“When I do those interviews, I also take the time to speak with survivors, witnesses and bystanders, because I want to hear from them ‘How do you think someone came to commit these types of atrocities?’ because many times the people who committed the atrocities are people they knew,” Waller said. 

 When addressing the question of the mindset of a perpetrator, Waller told the story of interviewing a perpetrator of the massacre of over 5000 individuals at the Nyamata Parish Catholic Church in Ntarama outside of the capital city of Kigali during the Rwandan genocide. 

“The first time I visited Rwanda was four years after the genocide and at most of the churches, the bodies just laid where they had fallen,” Waller said. “Today, Rwanda has reclaimed most of those physical remains and they’ve left the clothing here, displayed in various ways, throughout these places of memory.”’ 

Most of those killed in the massacre were children and women. The church was converted to a memorial in April of 1997 and now houses many articles of clothing of victims, as well as execution instruments and skeletal remains. 

“I was back in Rwanda, in a prison, interviewing a perpetrator and I didn’t get his charge sheet before he came out,” Waller said. “We started the interview cold, and a couple minutes into it he said something that triggered something for me in memory. A couple minutes later, I knew exactly what it was, just by coincidence. I was interviewing the person who was responsible for organizing this massacre in Ntarama.”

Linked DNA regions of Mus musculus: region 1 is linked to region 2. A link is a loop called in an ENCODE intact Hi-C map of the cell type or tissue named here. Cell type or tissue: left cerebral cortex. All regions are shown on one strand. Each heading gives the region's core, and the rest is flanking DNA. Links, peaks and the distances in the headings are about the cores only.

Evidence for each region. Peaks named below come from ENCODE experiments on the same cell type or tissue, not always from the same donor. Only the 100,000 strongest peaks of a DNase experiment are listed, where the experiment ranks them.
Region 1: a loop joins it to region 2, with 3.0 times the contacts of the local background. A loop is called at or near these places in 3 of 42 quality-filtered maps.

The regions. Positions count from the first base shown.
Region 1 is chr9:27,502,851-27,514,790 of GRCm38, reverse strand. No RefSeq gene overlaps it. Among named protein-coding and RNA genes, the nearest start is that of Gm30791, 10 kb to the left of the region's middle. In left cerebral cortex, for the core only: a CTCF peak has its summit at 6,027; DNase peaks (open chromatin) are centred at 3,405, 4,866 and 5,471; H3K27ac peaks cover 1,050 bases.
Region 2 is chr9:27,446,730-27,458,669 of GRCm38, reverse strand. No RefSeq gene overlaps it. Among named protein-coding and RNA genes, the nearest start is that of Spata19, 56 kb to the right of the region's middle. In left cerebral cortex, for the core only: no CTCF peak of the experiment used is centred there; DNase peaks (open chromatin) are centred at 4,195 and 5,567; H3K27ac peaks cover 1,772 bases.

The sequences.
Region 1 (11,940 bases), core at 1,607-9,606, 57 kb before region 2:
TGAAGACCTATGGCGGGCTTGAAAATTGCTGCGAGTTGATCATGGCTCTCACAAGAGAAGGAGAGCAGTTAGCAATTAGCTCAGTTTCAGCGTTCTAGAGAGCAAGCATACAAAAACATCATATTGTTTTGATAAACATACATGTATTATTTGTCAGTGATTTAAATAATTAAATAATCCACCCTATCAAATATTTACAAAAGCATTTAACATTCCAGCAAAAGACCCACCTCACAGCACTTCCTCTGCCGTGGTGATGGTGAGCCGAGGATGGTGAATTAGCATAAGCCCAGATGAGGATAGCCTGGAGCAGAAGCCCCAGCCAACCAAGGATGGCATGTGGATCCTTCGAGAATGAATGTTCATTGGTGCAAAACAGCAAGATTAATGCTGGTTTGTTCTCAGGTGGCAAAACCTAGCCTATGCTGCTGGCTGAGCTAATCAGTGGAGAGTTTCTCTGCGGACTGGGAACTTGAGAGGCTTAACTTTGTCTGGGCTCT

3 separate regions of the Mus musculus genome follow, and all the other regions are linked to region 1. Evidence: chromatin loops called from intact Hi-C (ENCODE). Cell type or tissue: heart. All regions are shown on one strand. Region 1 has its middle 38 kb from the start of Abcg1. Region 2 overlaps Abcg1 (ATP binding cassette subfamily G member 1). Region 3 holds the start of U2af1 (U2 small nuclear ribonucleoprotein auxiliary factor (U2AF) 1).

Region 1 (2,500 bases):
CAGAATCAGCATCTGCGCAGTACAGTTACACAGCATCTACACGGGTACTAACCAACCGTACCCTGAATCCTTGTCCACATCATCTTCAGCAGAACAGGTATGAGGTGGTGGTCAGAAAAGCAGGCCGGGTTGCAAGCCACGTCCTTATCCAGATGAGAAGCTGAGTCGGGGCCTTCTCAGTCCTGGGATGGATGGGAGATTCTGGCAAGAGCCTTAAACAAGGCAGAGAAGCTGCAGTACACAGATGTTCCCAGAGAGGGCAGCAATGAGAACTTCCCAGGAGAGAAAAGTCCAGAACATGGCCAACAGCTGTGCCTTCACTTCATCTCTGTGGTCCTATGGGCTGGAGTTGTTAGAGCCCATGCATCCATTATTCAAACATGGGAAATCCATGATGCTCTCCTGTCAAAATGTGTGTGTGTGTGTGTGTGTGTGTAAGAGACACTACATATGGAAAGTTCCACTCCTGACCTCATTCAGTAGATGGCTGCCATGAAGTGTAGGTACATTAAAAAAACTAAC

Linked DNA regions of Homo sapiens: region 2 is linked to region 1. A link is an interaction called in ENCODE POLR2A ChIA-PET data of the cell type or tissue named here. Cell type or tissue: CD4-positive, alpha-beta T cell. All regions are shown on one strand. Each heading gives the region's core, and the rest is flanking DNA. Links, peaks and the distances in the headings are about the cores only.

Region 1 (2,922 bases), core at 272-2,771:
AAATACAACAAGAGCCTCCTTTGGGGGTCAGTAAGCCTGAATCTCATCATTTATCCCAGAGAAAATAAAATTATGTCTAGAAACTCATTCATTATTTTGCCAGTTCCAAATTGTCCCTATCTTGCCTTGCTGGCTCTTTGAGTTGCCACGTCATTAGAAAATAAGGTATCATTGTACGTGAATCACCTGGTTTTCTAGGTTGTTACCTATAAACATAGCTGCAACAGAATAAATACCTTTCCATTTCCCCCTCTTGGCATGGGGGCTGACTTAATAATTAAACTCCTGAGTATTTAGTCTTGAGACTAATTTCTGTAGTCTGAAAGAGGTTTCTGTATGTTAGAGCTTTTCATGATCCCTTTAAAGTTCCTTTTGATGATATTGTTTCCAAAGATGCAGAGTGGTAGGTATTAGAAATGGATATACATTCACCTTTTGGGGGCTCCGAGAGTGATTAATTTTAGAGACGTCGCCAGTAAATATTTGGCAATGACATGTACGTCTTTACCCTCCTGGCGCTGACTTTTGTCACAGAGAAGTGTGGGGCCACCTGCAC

During this discussion, Waller asked attendants to describe what they believed the perpetrator to be, both physically and intellectually. Attendants described the imagined perpetrators as young and fairly intelligent, though Waller noted that most people would imagine a perpetrator to be far from “ordinary.”’ 

Waller told attendants that this particular perpetrator was from Ntarama and that the massacre occurred where he had grown up. He had been a member at the church and was the equivalent of a grade school teacher in the village. 

“When we asked him the question, ‘How did you come to do this?’ He just kept repeating in Kinyarwanda, ‘I’ve lost myself. I did not know who I was. I lost myself. I did not know who I was,’” Waller said. “And that very well is a coping mechanism for him. But as a psychologist, it also testifies to the fact that he made a series of choices here, that there was a transformation in him, that he could probably honestly say he lost himself. He could never have pictured himself doing this.”

Waller’s commitment to investigating the psychology of the perpetrators extends into his work with government policy makers to prevent mass violence.